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The History of Skiing in Norway

Lone skier by a mountain cabin in Norway

It's known that the act of skiing dates back at least 8,000 years. Here's the full story of Norway's love affair with skiing, from critical transport method to recreation and sport.

It's no surprise to hear that Norwegians love skiing. But once you move to Norway, you soon discover just how much they love skiing, the national sport of Norway.

Their love for the sport is responsible for the country's stunning performances at Winter Olympics. On winter weekends, city centres are deserted as the locals disappear onto the cross-country skiing trails. When there's snow, at least.

When did skiing begin?

Skiing has taken place in the world for such a long time that we have to rely on archaeological evidence to figure out when the pastime began.

Paintings and carvings

Paintings more than 5,000 years old suggest use of skis in the Altaic region of China. In Russia's White Sea region, rock carvings dated to 2,000-2,500 BC show people on equal length skis hunting game. They appear to show that the hunters use their bow and spear as ski poles.

Rock carving showing a skier with bow and arrow in Alta, Norway
This rock carving shows a skier holding a bow and arrow. It is part of the UNESCO World Heritage Site in Alta, Norway.

Within Scandinavia, the earliest known reference to skiing dates back to around 3,000-4,000 BC. Primitive carvings depict human figures walking on skis.

The best known is the carving at Rødøy in Norway's Nordland. Here, a skier holding a single pole wears skis of equal length. Elsewhere, one of the famous Alta rock carvings depicts a hunter on skis. This image is dates to around 1,000 BC.

Physical evidence

There's more archaeological evidence when it comes to the skis themselves. In northern Russia, fragments of objects believed to be skis were dated to around 6,300-5,000 BC. The first primitive ski found in Scandinavia was uncovered in a peat bog in Sweden's Jämtland County. It dates back to 4,500-2,500 BC.

Other notable finds include a Finnish discovery dated to 3,245 BC, Sweden's Kalvträskskidan ski dated to 3,300 BC, and Norway's Vefsn Nordland ski, dated to 3,200 BC. More than 20 well-preserved skis or ski fragments have been found in drained bogs in Norway.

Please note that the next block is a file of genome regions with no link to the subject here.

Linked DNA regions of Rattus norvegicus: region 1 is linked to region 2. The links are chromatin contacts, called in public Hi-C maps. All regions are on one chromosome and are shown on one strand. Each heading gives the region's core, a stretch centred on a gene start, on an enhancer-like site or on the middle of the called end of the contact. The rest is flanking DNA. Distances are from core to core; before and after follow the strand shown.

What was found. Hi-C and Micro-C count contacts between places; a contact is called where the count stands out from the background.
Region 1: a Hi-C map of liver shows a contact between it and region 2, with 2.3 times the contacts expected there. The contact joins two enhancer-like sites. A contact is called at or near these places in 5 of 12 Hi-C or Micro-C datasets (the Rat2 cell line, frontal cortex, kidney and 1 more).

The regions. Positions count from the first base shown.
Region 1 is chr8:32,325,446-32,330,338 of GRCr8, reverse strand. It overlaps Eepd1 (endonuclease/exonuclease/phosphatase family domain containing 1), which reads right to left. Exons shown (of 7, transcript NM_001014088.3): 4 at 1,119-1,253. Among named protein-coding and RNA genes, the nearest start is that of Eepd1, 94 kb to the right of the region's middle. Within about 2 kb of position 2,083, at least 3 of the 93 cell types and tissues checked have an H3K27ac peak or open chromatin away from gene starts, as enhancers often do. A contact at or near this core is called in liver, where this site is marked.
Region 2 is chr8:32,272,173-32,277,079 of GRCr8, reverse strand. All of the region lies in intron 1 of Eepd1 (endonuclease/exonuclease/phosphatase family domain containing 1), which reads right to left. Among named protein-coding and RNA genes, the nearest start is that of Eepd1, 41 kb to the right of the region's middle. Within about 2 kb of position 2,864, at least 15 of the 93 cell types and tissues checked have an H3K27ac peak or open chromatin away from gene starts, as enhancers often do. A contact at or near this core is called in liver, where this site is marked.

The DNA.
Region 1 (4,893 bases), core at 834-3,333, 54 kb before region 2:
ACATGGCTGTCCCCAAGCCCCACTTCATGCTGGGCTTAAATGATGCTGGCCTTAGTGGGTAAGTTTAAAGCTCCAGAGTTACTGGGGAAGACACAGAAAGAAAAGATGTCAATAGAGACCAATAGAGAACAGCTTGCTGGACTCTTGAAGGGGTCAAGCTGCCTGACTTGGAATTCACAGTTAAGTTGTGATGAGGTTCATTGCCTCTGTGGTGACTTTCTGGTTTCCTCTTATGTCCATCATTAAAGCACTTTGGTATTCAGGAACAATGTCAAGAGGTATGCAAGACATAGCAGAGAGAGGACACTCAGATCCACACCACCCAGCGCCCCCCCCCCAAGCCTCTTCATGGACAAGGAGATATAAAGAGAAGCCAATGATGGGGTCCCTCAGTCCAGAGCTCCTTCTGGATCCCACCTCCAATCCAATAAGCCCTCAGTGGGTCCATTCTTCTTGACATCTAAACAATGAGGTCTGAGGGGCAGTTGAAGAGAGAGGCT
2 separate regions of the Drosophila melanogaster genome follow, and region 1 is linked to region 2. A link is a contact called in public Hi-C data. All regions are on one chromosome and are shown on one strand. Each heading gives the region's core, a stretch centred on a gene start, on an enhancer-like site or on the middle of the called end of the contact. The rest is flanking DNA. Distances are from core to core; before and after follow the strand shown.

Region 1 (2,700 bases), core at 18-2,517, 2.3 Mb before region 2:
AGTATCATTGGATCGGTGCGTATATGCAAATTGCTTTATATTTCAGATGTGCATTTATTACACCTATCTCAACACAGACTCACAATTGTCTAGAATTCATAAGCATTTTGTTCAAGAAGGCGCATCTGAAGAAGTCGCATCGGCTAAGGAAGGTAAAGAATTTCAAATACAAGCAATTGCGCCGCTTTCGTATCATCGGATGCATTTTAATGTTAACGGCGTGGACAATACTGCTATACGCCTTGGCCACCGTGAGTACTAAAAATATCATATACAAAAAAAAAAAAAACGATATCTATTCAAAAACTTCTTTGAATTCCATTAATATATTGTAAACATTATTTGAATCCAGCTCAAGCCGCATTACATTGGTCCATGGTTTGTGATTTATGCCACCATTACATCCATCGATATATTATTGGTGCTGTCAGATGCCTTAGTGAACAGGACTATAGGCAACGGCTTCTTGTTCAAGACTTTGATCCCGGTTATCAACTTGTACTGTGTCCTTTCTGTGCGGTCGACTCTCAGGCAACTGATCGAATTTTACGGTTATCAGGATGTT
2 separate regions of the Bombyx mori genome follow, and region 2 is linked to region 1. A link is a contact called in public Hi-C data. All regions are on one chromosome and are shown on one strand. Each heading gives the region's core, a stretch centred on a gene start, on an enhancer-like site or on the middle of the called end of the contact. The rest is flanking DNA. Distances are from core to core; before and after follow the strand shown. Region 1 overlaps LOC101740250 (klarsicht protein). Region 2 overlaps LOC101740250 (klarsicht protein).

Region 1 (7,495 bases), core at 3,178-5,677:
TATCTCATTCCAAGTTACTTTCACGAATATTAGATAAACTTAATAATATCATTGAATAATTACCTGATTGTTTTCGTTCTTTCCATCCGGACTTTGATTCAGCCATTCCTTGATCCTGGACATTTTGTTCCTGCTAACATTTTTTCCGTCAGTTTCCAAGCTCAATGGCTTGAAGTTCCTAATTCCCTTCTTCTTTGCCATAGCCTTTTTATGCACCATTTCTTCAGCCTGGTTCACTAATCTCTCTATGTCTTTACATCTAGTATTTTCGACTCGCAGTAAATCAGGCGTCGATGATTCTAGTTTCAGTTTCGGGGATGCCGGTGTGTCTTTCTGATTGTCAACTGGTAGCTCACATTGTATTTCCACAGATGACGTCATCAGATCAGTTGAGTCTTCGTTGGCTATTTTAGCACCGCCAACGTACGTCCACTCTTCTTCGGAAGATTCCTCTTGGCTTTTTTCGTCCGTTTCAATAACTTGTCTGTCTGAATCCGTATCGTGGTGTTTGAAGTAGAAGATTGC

These discoveries in particular indicate skis have been used in Norway—especially in the north—since prehistoric times. Early written evidence includes Procopius' description of Sami people as (translated) as “ski-running sami's”. In fact, the very old Sami word for skiing – čuoigat – suggests Sami people have skied for several thousands years.

A vector image of snow-covered landscape and mountains

So, we know that skiing has been around for a long time. But why?

Early uses of skis as transport and a hunting aid

According to mythology, several Norse gods were described as hunting on skis. In fact, Ullr and Skaði have later been regarded as the god and goddess of skiing and hunting. It's no surprise that the act has been immortalised in the gods given that it was of such importance to early transportation.

Even just a few hundred years ago, there was a lot more snow and ice in Norway than today. Skis, therefore, were of critical importance to get around quickly on land, whether to move from place to place or to aid with hunting wild animals.

The saga of Egil Skallagrimsson describes King Haakon the Good's practice of sending out his tax collection men on skis.

The number of people skiing must have been significant. Among other references, the Gulating law of 1274 states that “no moose shall be disturbed by skiers on private land.”

According to a saga, Haakon IV of Norway was transported as a baby in 1206 by soldiers on skis. He was taken to safety through the hills between Gudbrandsdalen and Østerdalen valleys. The event has a strong legacy to this day in the form of the Birkebeinerrennet ski marathon.

Fridtjof Nansen skiing
Fridtjof Nansen skiing

Norwegians had been skiing for many hundreds of years before others began to take notice. In 1799, French traveller Jacques de la Tocnaye wrote of a visit to Norway in his travel diary: